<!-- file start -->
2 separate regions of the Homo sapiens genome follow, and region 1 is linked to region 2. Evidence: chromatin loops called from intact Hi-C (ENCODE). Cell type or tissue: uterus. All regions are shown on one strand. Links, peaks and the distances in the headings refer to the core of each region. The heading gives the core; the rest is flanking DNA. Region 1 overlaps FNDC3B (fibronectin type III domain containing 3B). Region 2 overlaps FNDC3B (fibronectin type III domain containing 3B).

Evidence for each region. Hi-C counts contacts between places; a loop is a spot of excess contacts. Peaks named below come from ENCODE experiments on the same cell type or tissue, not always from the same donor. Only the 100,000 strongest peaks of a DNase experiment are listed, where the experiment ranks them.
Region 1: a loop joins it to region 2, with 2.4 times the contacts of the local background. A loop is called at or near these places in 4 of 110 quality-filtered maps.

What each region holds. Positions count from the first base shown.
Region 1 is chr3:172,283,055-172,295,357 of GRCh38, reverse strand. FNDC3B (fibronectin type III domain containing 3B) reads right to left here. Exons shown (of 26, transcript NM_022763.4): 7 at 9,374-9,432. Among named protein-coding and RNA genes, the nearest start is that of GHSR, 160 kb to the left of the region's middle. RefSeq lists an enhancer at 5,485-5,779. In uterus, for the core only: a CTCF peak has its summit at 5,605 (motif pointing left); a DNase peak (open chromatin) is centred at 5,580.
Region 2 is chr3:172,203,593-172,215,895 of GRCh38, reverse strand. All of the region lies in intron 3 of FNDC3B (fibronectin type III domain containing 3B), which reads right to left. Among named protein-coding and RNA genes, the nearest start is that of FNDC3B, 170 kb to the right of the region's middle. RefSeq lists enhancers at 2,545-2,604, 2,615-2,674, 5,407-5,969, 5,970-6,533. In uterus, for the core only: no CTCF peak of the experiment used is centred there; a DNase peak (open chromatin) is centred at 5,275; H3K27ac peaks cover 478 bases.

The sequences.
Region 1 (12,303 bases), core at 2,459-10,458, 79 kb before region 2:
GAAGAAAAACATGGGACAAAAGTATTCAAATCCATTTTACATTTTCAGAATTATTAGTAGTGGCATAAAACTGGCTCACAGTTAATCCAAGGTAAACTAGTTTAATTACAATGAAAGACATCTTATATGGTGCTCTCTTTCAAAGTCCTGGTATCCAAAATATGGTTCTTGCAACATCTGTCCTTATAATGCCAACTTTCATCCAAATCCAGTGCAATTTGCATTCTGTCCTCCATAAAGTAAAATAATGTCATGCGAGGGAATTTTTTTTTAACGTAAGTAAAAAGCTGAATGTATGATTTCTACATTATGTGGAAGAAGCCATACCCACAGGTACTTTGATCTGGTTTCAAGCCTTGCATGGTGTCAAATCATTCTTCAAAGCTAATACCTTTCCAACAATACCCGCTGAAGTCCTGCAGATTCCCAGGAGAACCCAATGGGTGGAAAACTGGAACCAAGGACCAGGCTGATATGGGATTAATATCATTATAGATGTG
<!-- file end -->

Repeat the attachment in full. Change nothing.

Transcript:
2 separate regions of the Homo sapiens genome follow, and region 1 is linked to region 2. Evidence: chromatin loops called from intact Hi-C (ENCODE). Cell type or tissue: uterus. All regions are shown on one strand. Links, peaks and the distances in the headings refer to the core of each region. The heading gives the core; the rest is flanking DNA. Region 1 overlaps FNDC3B (fibronectin type III domain containing 3B). Region 2 overlaps FNDC3B (fibronectin type III domain containing 3B).

Evidence for each region. Hi-C counts contacts between places; a loop is a spot of excess contacts. Peaks named below come from ENCODE experiments on the same cell type or tissue, not always from the same donor. Only the 100,000 strongest peaks of a DNase experiment are listed, where the experiment ranks them.
Region 1: a loop joins it to region 2, with 2.4 times the contacts of the local background. A loop is called at or near these places in 4 of 110 quality-filtered maps.

What each region holds. Positions count from the first base shown.
Region 1 is chr3:172,283,055-172,295,357 of GRCh38, reverse strand. FNDC3B (fibronectin type III domain containing 3B) reads right to left here. Exons shown (of 26, transcript NM_022763.4): 7 at 9,374-9,432. Among named protein-coding and RNA genes, the nearest start is that of GHSR, 160 kb to the left of the region's middle. RefSeq lists an enhancer at 5,485-5,779. In uterus, for the core only: a CTCF peak has its summit at 5,605 (motif pointing left); a DNase peak (open chromatin) is centred at 5,580.
Region 2 is chr3:172,203,593-172,215,895 of GRCh38, reverse strand. All of the region lies in intron 3 of FNDC3B (fibronectin type III domain containing 3B), which reads right to left. Among named protein-coding and RNA genes, the nearest start is that of FNDC3B, 170 kb to the right of the region's middle. RefSeq lists enhancers at 2,545-2,604, 2,615-2,674, 5,407-5,969, 5,970-6,533. In uterus, for the core only: no CTCF peak of the experiment used is centred there; a DNase peak (open chromatin) is centred at 5,275; H3K27ac peaks cover 478 bases.

The sequences.
Region 1 (12,303 bases), core at 2,459-10,458, 79 kb before region 2:
GAAGAAAAACATGGGACAAAAGTATTCAAATCCATTTTACATTTTCAGAATTATTAGTAGTGGCATAAAACTGGCTCACAGTTAATCCAAGGTAAACTAGTTTAATTACAATGAAAGACATCTTATATGGTGCTCTCTTTCAAAGTCCTGGTATCCAAAATATGGTTCTTGCAACATCTGTCCTTATAATGCCAACTTTCATCCAAATCCAGTGCAATTTGCATTCTGTCCTCCATAAAGTAAAATAATGTCATGCGAGGGAATTTTTTTTTAACGTAAGTAAAAAGCTGAATGTATGATTTCTACATTATGTGGAAGAAGCCATACCCACAGGTACTTTGATCTGGTTTCAAGCCTTGCATGGTGTCAAATCATTCTTCAAAGCTAATACCTTTCCAACAATACCCGCTGAAGTCCTGCAGATTCCCAGGAGAACCCAATGGGTGGAAAACTGGAACCAAGGACCAGGCTGATATGGGATTAATATCATTATAGATGTG